Benzodiazepine is a class of therapeutic agents capable of producing a calming, sedative effect and used in the treatment of fear, anxiety, tension, agitation, and related states of mental disturbance.  Benzodiazepines are generally used only on a short-term basis to treat anxiety disorders, insomnia, and muscle spasms. Because they can be habit-forming, these medications aren't a good choice if you've had problems with alcohol or drug abuse.
The Encyclopedia Britannica1explains that benzodiazepines ease anxiety by impacting chemical messengers - neurotransmitters - used to communicate between brain cells. Benzodiazepines work by enhancing the action of the neurotransmitter gamma-aminobutyric acid (GABA), which inhibits anxiety by reducing certain nerve-impulse transmissions within the brain. These drugs act as sedatives by slowing down the central nervous system.
Examples include (brand name italicized):
- Alprazolam (Xanax)
- Chlordiazepoxide (Librium, Librax)
- Clobazam (Onfi)
- Clonazepam (Klonopin)
- Clorazepate (Tranxene)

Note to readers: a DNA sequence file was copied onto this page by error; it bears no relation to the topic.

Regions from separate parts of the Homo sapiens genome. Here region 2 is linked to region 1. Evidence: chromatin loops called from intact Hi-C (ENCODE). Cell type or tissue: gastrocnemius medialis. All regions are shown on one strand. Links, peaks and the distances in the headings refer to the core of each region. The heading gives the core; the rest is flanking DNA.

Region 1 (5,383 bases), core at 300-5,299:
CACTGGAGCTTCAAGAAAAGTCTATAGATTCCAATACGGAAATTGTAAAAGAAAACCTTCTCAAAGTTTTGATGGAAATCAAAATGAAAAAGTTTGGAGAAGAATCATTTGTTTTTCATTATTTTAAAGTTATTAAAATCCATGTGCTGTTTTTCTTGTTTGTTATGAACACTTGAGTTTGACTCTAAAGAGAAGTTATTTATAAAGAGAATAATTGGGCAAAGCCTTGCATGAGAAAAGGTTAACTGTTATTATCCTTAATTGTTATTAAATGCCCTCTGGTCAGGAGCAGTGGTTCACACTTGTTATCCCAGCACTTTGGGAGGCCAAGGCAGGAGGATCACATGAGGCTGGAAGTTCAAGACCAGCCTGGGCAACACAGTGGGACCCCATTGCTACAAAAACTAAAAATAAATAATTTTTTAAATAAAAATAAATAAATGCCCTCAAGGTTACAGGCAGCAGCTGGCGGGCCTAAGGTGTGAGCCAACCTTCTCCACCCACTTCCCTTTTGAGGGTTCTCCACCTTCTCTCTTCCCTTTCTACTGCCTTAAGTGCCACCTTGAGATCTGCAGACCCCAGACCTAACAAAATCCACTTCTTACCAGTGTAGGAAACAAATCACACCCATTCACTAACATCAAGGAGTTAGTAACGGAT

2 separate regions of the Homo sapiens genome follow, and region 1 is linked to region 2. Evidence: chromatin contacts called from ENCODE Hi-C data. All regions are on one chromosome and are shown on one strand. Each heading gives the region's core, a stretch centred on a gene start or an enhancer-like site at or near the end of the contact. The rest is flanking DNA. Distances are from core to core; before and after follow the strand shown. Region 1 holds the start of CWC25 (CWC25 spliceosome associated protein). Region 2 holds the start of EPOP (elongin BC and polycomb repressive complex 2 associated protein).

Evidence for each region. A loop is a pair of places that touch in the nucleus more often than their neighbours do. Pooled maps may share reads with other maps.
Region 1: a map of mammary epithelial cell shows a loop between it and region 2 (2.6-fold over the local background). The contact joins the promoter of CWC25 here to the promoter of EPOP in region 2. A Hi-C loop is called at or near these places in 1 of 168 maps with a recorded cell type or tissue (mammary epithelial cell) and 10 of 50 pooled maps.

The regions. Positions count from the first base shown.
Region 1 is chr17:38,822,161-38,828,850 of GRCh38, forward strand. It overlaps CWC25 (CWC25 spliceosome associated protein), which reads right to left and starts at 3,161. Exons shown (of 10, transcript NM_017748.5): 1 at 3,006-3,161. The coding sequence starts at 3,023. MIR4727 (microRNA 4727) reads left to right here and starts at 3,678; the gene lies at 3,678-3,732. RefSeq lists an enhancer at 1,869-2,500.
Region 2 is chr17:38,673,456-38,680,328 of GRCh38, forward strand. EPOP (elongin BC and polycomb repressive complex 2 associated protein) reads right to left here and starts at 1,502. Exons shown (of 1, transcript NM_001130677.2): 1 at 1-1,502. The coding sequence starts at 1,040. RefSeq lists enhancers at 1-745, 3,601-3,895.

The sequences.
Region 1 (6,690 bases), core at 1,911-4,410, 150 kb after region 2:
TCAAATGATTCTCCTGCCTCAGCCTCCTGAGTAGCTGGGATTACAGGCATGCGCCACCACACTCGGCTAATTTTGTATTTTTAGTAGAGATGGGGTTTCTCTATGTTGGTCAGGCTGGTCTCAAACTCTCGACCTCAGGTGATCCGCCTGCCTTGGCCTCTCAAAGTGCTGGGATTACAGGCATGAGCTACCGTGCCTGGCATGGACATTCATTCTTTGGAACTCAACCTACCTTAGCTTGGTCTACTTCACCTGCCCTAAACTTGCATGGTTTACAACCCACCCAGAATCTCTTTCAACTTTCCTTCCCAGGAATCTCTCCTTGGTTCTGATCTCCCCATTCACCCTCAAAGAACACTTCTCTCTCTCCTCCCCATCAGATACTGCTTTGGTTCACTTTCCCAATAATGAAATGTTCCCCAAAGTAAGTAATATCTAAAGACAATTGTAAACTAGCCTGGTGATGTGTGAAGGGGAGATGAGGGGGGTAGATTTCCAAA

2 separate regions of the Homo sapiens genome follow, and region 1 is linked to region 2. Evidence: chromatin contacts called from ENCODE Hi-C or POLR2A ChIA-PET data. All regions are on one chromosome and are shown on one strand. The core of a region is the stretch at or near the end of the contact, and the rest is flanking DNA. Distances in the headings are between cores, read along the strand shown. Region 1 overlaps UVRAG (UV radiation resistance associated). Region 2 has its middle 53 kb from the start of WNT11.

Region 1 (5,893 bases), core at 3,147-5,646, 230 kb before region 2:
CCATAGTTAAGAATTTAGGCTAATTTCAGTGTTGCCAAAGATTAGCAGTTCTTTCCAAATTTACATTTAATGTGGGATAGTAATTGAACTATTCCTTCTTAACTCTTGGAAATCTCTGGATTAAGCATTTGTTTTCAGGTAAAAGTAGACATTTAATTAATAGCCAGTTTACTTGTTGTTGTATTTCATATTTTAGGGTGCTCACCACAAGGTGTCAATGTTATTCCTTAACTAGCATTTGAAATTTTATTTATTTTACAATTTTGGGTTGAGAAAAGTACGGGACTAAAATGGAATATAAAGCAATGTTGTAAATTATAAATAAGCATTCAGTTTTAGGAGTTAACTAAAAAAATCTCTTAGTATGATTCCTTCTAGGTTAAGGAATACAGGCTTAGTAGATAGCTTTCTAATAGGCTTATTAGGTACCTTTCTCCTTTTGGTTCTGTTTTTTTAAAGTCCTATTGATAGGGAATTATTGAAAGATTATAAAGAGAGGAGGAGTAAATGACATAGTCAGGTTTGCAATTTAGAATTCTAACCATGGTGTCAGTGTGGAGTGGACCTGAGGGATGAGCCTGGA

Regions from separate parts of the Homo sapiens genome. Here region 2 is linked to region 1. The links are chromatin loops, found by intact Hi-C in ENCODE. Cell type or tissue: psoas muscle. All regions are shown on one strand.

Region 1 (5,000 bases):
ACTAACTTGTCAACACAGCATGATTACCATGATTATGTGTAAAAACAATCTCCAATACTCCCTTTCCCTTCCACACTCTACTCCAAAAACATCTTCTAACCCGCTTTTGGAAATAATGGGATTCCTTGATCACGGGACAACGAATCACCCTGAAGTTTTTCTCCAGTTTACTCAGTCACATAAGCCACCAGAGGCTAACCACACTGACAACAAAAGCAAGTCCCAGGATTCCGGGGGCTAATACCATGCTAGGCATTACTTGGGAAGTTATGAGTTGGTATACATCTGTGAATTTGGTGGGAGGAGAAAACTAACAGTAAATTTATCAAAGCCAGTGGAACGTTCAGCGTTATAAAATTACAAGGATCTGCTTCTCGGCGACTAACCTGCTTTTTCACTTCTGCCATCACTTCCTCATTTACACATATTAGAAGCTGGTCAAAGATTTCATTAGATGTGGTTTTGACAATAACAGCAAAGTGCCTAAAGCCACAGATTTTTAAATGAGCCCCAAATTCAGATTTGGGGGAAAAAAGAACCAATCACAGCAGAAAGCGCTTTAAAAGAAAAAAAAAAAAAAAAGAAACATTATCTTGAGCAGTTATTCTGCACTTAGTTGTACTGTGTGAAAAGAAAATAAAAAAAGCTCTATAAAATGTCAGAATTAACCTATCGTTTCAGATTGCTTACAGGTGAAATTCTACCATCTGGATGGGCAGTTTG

- Diazepam (Diastat, Valium)
- Lorazepam (Ativan)
- Quazepam Doral
- Temazepam (Restoril)
- Triazolam (Halcion)
- Exaggerated response to alcohol
- Slowed down thoughts and psychical movement
- Memory problems while on the drug
- Loss of appetite
- Physical dependency on the drug
- Difficulty breathing while on opiates
- Paradoxical disinhibition (acute excitability)
 The Editors of Encyclopedia Britannica. “Benzodiazepine.” Encyclopedia Britannica, Encyclopedia Britannica, 5 July 2017, www.britannica.com/science/benzodiazepine.
 Longo, Lance P, and Brian Johnson. “Addiction: Part I. Benzodiazepines--Side Effects, Abuse Risk and Alternatives.” American Family Physician, vol. 61, no. 7, Apr. 2000, pp. 2121–2128.